At the Newmont Gold Mining Visitor Center in Cripple Creek (B.P.O.E. Elks Building), you can learn how two volcanoes, only 10 miles apart, resulted in two very different outcomes. See fossils, rocks, exhibits and more in addition to activities for kids and door prizes!
Two Volcanoes – Different Outcomes
Two volcanoes – one in Guffey, one in Cripple Creek, only 10 miles apart, but with vastly different results. 34 million years ago, fine ash and volcanic mudflows erupting from the Guffey volcano created Lake Florissant and entombed insects, plants and trees to be discovered and examined in the 1870s by geologic and scientific expeditions. While 10 miles away, superheated water deposited gold from deep within the earth’s volcanic matrix into the Cripple Creek area that would result in the creation of millionaires, and mining for over a hundred years.
Today, Florissant Fossil Beds National Monument in Florissant, CO, showcases and preserves a collection of over 50,000 specimens that represent over 1,700 different species of animals and plants. The landscape of the park tells the story of ancient redwood forests, volcanic eruptions, and a climate that benefitted temperate and subtropical plants. Scientists are still researching the fascinating finds being revealed by the ancient shale.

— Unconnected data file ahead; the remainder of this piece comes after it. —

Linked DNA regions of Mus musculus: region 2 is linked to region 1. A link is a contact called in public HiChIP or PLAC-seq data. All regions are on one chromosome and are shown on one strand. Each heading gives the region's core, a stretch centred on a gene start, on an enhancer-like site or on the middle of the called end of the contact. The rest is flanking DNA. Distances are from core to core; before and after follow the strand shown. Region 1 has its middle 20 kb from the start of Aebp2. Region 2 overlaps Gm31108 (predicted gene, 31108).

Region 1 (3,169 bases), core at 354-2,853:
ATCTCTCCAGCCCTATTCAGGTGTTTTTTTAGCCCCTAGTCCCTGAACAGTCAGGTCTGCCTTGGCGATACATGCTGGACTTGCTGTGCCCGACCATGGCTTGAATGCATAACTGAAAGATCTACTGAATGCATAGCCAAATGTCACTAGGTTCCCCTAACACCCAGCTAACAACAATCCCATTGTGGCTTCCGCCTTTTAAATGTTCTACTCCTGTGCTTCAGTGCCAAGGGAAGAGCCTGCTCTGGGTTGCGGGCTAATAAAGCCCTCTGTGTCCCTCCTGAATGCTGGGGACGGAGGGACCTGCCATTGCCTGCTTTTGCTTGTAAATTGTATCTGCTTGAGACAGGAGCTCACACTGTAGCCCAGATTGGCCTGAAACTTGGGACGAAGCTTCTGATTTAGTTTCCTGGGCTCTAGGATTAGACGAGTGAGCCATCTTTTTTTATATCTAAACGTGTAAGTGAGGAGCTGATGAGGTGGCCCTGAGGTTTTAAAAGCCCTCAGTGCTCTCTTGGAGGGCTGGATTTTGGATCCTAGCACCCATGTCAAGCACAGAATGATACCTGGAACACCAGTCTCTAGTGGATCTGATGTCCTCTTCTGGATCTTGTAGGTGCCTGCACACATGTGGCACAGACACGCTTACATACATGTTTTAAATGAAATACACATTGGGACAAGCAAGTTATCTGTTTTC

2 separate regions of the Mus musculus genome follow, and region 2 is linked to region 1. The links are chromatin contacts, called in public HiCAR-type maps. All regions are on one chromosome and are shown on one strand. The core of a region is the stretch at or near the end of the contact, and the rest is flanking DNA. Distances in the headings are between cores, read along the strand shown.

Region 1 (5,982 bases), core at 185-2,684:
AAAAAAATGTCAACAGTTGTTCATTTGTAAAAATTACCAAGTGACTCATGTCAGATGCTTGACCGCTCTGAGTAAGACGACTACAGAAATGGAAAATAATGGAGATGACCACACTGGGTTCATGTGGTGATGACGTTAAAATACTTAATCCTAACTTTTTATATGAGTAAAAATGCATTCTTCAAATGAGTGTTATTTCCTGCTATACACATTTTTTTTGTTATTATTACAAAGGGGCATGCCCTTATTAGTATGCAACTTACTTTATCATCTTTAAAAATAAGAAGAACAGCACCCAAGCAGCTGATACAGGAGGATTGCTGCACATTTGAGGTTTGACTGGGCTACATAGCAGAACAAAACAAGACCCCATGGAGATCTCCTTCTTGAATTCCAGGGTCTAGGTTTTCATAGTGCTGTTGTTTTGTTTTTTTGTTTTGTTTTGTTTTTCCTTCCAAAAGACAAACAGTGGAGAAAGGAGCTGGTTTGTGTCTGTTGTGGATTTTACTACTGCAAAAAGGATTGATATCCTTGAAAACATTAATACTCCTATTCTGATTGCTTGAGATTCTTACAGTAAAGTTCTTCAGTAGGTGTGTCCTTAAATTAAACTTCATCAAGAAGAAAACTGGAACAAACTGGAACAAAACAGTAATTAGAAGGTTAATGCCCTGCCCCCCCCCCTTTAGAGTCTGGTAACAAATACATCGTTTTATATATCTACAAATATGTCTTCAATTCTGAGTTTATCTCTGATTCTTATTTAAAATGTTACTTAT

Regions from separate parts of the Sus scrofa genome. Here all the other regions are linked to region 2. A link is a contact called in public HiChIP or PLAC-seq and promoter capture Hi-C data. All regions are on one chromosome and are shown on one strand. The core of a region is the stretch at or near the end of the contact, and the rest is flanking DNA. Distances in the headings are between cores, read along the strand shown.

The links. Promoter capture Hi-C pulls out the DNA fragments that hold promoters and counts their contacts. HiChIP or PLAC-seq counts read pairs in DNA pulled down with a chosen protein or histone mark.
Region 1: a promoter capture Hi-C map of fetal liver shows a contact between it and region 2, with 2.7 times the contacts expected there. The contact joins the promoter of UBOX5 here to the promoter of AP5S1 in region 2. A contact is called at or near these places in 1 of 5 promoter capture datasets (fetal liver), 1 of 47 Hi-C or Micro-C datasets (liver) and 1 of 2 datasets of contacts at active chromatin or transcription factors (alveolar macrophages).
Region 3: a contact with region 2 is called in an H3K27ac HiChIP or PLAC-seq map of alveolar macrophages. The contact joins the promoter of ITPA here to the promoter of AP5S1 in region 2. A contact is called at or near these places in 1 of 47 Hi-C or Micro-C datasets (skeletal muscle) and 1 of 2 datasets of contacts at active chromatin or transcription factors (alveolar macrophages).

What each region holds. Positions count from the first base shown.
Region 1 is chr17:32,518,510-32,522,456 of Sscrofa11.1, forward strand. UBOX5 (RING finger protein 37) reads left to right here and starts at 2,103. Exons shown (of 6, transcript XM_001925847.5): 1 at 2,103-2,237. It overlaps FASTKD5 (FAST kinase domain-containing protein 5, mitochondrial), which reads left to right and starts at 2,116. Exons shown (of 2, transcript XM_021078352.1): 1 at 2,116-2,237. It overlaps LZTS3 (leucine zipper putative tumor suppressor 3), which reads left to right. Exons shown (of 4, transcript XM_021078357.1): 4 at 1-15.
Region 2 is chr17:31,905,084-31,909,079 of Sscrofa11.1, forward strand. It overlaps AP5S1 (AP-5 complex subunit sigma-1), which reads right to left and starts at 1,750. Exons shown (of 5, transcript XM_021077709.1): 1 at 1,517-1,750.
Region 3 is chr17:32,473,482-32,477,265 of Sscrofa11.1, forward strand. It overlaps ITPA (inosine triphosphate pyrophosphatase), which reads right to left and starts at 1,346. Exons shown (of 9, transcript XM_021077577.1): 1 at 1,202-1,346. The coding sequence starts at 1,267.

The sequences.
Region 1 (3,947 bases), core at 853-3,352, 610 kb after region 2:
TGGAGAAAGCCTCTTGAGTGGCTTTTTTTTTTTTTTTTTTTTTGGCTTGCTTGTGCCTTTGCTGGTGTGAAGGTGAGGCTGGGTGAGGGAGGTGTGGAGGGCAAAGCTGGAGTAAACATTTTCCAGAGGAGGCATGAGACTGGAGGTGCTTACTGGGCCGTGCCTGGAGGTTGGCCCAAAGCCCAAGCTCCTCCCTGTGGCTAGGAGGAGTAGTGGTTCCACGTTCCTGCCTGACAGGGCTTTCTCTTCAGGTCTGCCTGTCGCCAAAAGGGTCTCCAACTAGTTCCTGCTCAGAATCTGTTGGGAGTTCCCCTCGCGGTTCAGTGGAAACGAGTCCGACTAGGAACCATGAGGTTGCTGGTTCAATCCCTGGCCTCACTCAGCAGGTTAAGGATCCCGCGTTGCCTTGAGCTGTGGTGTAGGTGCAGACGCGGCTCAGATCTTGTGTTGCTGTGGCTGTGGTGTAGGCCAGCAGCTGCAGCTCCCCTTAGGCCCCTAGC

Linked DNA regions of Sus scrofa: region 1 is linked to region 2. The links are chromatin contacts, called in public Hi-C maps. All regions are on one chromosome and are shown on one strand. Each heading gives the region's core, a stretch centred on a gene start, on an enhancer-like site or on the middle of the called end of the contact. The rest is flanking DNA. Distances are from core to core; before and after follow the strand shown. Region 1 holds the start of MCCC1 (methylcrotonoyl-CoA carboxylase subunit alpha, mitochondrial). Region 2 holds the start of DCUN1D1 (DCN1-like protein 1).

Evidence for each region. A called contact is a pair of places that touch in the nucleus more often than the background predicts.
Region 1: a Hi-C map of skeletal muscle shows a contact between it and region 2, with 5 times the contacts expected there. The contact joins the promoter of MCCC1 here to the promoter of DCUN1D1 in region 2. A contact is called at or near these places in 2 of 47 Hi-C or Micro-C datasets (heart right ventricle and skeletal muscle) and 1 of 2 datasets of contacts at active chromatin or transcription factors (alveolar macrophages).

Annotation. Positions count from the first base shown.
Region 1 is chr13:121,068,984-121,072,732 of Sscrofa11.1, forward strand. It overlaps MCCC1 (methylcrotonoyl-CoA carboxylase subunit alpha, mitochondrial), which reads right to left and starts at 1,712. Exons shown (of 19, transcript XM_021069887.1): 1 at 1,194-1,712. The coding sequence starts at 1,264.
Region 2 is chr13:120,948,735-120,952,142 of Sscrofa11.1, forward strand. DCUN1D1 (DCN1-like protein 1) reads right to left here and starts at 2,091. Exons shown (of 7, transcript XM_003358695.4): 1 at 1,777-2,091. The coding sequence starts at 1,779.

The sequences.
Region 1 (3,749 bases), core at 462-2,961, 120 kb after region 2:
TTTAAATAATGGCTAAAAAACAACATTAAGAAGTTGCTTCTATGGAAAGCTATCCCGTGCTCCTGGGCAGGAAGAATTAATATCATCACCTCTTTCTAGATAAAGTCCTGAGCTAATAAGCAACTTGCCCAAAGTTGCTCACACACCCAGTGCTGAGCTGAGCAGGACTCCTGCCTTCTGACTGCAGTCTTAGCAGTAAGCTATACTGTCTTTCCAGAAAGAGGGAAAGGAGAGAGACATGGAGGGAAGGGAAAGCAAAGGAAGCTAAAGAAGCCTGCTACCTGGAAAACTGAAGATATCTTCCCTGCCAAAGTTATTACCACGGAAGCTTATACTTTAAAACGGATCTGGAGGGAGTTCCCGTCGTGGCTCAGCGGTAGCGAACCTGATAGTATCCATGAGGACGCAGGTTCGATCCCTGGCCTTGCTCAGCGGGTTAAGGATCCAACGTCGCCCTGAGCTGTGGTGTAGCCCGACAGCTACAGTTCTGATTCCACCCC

Gold mining in the Cripple Creek District has been continuous since 1891, and has the possibility of many more years of production. Confined within the diatreme, or volcanic crater, the gold of the District once supported over 534 mines and made men rich. This seven-square-mile area is now one large gold mine, Newmont, that supports employees and communities, and preserves the area’s mining history. Tourists come to marvel at the process of extracting gold from the volcanic rock, and geologists come to study the unique formation.
During the Ice Festival weekends, February 11 & 12 and 18 & 19, the Friends of the Florissant Fossil Beds will join with Newmont to show you how these two nearby volcanoes brought about such divergent events. See fossils and rocks and other exhibits, and hear stories of how our past turmoil brought about great scientific discoveries and golden futures.
Call (719) 689-2341 or (719) 689-4052 for more information.